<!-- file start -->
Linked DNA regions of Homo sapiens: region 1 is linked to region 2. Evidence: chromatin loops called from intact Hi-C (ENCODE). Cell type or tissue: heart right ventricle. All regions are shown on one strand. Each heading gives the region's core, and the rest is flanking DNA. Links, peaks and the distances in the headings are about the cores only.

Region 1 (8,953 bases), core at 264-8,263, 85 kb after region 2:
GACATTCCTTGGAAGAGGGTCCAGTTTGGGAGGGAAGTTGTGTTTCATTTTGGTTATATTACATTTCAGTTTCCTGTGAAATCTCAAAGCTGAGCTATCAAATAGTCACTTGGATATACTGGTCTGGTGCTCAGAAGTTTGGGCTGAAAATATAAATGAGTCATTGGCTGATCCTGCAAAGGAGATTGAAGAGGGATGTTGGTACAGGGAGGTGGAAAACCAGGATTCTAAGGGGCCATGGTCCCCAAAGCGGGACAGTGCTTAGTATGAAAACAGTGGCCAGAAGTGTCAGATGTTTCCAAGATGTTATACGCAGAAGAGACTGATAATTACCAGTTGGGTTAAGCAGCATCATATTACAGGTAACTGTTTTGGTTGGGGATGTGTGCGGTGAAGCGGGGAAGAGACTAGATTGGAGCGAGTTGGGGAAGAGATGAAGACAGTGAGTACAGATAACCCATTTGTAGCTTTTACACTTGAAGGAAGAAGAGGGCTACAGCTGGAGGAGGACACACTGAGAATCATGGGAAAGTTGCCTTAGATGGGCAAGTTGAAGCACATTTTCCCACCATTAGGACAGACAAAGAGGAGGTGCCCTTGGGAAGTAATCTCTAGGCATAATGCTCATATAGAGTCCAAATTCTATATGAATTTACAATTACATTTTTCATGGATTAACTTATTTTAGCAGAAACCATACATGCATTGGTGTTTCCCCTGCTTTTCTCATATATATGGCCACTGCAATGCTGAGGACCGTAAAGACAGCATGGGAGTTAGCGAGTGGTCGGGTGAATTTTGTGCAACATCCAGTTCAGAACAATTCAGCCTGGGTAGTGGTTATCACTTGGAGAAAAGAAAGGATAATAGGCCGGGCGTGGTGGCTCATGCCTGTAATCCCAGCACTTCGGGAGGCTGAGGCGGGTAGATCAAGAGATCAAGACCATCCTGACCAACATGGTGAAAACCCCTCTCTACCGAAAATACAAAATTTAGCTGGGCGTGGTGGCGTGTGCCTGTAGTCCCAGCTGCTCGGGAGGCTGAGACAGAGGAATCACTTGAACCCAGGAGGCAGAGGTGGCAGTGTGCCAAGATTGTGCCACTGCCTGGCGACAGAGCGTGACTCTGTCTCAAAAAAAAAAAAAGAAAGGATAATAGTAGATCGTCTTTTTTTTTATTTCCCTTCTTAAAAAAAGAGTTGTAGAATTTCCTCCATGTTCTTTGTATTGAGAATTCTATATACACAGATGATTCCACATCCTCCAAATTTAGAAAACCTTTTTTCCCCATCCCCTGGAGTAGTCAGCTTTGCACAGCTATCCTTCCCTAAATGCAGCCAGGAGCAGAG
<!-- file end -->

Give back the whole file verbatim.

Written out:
Linked DNA regions of Homo sapiens: region 1 is linked to region 2. Evidence: chromatin loops called from intact Hi-C (ENCODE). Cell type or tissue: heart right ventricle. All regions are shown on one strand. Each heading gives the region's core, and the rest is flanking DNA. Links, peaks and the distances in the headings are about the cores only.

Region 1 (8,953 bases), core at 264-8,263, 85 kb after region 2:
GACATTCCTTGGAAGAGGGTCCAGTTTGGGAGGGAAGTTGTGTTTCATTTTGGTTATATTACATTTCAGTTTCCTGTGAAATCTCAAAGCTGAGCTATCAAATAGTCACTTGGATATACTGGTCTGGTGCTCAGAAGTTTGGGCTGAAAATATAAATGAGTCATTGGCTGATCCTGCAAAGGAGATTGAAGAGGGATGTTGGTACAGGGAGGTGGAAAACCAGGATTCTAAGGGGCCATGGTCCCCAAAGCGGGACAGTGCTTAGTATGAAAACAGTGGCCAGAAGTGTCAGATGTTTCCAAGATGTTATACGCAGAAGAGACTGATAATTACCAGTTGGGTTAAGCAGCATCATATTACAGGTAACTGTTTTGGTTGGGGATGTGTGCGGTGAAGCGGGGAAGAGACTAGATTGGAGCGAGTTGGGGAAGAGATGAAGACAGTGAGTACAGATAACCCATTTGTAGCTTTTACACTTGAAGGAAGAAGAGGGCTACAGCTGGAGGAGGACACACTGAGAATCATGGGAAAGTTGCCTTAGATGGGCAAGTTGAAGCACATTTTCCCACCATTAGGACAGACAAAGAGGAGGTGCCCTTGGGAAGTAATCTCTAGGCATAATGCTCATATAGAGTCCAAATTCTATATGAATTTACAATTACATTTTTCATGGATTAACTTATTTTAGCAGAAACCATACATGCATTGGTGTTTCCCCTGCTTTTCTCATATATATGGCCACTGCAATGCTGAGGACCGTAAAGACAGCATGGGAGTTAGCGAGTGGTCGGGTGAATTTTGTGCAACATCCAGTTCAGAACAATTCAGCCTGGGTAGTGGTTATCACTTGGAGAAAAGAAAGGATAATAGGCCGGGCGTGGTGGCTCATGCCTGTAATCCCAGCACTTCGGGAGGCTGAGGCGGGTAGATCAAGAGATCAAGACCATCCTGACCAACATGGTGAAAACCCCTCTCTACCGAAAATACAAAATTTAGCTGGGCGTGGTGGCGTGTGCCTGTAGTCCCAGCTGCTCGGGAGGCTGAGACAGAGGAATCACTTGAACCCAGGAGGCAGAGGTGGCAGTGTGCCAAGATTGTGCCACTGCCTGGCGACAGAGCGTGACTCTGTCTCAAAAAAAAAAAAAGAAAGGATAATAGTAGATCGTCTTTTTTTTTATTTCCCTTCTTAAAAAAAGAGTTGTAGAATTTCCTCCATGTTCTTTGTATTGAGAATTCTATATACACAGATGATTCCACATCCTCCAAATTTAGAAAACCTTTTTTCCCCATCCCCTGGAGTAGTCAGCTTTGCACAGCTATCCTTCCCTAAATGCAGCCAGGAGCAGAG